"mdnttrain@aol.com" wrote:
> I tend to agree with David on the usefulness of having a POST, the
> functional core concept, and the incremental adding of tested hardware
> to this core until the system is fully up. That's exactly what I'm
> trying to do.
>
> I am running an Imsai front panel... but that's of no efficient use
> when trying to ascertain whether all my RAM chips are good upon
> startup.
>
> I have managed thus far to locate the source code to a Heath H17 ROM
> -- which has a memory test in it.


If you have the Heath documentation, look for a tiny little memory test
program they provided with the H8's and H89's. It's a RAM test program
so short that you can key it into your front panel or monitor. The test
routine moves itself up 1 byte, and executes itself. Thus it "walks" to
the top of RAM, outputs something to indicate success (lights a front
panel light, beeps the terminal), and repeats from 0.

It's not a very thorough test, but it does catch one kind of error
peculiar to the Z80. The Z80 requires the shortest memory access time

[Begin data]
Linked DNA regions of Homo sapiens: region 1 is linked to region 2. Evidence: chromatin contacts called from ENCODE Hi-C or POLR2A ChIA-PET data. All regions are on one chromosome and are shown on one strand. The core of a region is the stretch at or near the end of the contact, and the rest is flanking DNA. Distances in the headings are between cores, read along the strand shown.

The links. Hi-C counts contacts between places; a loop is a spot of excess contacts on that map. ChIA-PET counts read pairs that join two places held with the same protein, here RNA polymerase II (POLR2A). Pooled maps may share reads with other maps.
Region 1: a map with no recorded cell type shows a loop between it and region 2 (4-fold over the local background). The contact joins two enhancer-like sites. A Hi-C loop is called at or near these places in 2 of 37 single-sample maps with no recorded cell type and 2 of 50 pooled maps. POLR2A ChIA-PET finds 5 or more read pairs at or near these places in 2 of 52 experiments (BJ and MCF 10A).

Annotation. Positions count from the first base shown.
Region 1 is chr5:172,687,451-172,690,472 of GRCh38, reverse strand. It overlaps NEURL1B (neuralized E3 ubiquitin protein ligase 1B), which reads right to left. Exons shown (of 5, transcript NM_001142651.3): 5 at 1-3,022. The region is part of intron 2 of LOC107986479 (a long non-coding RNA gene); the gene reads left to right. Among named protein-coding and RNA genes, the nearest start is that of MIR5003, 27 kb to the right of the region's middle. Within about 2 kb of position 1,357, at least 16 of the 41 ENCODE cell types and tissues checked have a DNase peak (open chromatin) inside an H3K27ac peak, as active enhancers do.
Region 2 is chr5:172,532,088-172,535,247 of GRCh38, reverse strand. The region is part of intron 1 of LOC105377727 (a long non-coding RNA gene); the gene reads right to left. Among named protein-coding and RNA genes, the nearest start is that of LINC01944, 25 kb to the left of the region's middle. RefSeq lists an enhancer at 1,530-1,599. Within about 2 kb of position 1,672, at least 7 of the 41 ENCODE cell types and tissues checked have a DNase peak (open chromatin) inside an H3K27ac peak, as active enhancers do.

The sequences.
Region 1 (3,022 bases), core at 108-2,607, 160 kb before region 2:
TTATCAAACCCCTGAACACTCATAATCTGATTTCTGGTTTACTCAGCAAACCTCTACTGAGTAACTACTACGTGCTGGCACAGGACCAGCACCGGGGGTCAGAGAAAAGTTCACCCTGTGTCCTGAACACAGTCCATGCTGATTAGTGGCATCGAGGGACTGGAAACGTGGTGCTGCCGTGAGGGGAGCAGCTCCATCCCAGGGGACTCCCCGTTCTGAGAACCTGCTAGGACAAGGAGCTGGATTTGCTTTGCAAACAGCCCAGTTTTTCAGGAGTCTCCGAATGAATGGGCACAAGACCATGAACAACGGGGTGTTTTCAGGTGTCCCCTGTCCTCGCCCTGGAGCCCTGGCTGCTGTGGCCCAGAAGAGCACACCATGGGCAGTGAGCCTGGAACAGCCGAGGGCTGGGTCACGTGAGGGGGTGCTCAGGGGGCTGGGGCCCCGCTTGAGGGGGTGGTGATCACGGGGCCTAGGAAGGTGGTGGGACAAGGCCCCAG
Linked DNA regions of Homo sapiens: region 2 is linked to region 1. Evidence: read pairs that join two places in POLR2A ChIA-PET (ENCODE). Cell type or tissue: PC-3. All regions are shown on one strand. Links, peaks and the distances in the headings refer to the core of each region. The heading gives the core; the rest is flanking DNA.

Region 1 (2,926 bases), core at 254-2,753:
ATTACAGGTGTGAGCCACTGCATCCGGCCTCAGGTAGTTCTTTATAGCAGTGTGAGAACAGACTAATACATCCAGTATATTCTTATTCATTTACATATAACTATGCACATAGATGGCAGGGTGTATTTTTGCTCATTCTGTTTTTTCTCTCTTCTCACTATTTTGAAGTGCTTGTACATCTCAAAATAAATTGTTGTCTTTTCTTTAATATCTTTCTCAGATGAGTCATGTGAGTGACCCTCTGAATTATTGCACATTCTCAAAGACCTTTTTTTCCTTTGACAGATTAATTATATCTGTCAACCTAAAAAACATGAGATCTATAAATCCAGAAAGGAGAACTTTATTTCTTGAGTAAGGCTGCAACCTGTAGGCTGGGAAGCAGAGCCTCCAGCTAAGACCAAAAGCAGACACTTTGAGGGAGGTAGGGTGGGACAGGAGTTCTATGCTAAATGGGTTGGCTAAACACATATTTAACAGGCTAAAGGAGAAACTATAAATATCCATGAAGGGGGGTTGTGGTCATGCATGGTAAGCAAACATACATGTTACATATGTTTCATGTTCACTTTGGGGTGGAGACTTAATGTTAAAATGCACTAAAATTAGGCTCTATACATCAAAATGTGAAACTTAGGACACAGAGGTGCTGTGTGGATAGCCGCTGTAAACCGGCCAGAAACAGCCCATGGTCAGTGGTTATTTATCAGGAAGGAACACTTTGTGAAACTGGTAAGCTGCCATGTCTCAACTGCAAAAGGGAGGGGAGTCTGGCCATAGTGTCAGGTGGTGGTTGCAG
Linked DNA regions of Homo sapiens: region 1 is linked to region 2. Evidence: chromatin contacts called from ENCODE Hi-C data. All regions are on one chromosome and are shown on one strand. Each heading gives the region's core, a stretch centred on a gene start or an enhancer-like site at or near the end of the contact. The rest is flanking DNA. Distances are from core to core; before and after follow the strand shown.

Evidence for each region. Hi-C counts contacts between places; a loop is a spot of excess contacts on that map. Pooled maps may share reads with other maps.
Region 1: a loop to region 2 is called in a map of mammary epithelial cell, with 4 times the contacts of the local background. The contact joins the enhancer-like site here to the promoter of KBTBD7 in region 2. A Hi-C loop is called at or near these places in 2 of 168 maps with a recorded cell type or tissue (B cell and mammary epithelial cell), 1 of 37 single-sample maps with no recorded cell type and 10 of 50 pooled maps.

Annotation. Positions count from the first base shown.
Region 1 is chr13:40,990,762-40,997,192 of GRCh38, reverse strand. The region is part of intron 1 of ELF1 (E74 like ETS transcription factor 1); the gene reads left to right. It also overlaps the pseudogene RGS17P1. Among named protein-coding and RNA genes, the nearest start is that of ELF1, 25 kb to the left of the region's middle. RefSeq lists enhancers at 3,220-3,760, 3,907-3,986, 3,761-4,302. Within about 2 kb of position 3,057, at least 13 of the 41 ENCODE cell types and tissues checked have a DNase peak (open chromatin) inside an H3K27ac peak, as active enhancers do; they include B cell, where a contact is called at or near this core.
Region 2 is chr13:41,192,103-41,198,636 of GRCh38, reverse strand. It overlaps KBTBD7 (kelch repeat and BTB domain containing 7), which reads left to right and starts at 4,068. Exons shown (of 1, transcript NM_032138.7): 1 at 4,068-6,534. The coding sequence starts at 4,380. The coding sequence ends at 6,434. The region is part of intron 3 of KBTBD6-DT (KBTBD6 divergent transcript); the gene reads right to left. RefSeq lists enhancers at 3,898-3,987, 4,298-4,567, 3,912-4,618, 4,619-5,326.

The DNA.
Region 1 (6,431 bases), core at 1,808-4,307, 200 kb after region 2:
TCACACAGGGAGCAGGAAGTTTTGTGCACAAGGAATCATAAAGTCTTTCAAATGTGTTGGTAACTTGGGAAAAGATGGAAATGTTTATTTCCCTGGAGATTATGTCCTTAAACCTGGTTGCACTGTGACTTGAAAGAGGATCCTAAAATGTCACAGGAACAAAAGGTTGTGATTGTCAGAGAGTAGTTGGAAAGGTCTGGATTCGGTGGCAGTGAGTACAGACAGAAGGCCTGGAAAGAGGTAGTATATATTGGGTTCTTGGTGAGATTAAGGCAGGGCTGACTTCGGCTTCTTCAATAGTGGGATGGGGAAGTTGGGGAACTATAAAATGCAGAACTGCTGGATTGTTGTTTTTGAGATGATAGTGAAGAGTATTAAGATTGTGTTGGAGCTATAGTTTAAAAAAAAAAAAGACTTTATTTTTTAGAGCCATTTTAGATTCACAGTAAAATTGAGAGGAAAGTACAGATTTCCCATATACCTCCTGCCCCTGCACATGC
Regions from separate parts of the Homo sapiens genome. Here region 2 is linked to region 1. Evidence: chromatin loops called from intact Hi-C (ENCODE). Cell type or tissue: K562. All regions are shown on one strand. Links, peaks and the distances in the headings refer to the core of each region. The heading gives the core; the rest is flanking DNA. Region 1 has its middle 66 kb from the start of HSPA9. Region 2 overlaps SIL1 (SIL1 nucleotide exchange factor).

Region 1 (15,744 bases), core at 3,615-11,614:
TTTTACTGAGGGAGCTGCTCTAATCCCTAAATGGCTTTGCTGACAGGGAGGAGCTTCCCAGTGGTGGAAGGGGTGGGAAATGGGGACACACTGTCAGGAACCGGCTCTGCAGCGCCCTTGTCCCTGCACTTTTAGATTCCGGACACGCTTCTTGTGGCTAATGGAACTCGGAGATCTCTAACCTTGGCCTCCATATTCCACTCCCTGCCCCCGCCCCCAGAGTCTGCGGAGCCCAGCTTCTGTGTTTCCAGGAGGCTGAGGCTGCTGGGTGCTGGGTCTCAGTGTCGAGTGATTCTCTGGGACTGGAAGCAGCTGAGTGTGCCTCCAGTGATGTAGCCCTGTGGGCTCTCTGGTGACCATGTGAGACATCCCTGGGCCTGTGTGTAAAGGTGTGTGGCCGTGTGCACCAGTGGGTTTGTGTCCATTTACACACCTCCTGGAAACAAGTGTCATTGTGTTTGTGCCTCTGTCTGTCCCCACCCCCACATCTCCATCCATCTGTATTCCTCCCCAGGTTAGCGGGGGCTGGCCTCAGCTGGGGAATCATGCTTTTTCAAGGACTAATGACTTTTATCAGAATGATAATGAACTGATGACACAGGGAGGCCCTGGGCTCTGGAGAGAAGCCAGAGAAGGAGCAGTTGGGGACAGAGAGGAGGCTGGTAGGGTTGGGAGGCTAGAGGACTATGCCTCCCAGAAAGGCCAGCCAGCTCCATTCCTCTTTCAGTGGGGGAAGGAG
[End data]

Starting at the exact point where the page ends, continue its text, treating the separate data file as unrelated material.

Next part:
for an instruction fetch; so if all you do are data reads and writes,
you will miss memory that is good but too slow to execute a program
from.

> The rom-based PC Bios was revolutionary in how it abstracted the
> hardware from the OS...


Err... weren't there already a huge number of machines that did this?

And... just like all the other computers, people soon found that the ROM
BIOS was limited and buggy, and so loaded their own drivers to replace
it.
--
Ring the bells that still can ring
Forget the perfect offering
There is a crack in everything
That's how the light gets in -- Leonard Cohen
--
Lee A. Hart, 814 8th Ave N, Sartell MN 56377, leeahart_at_earthlink.net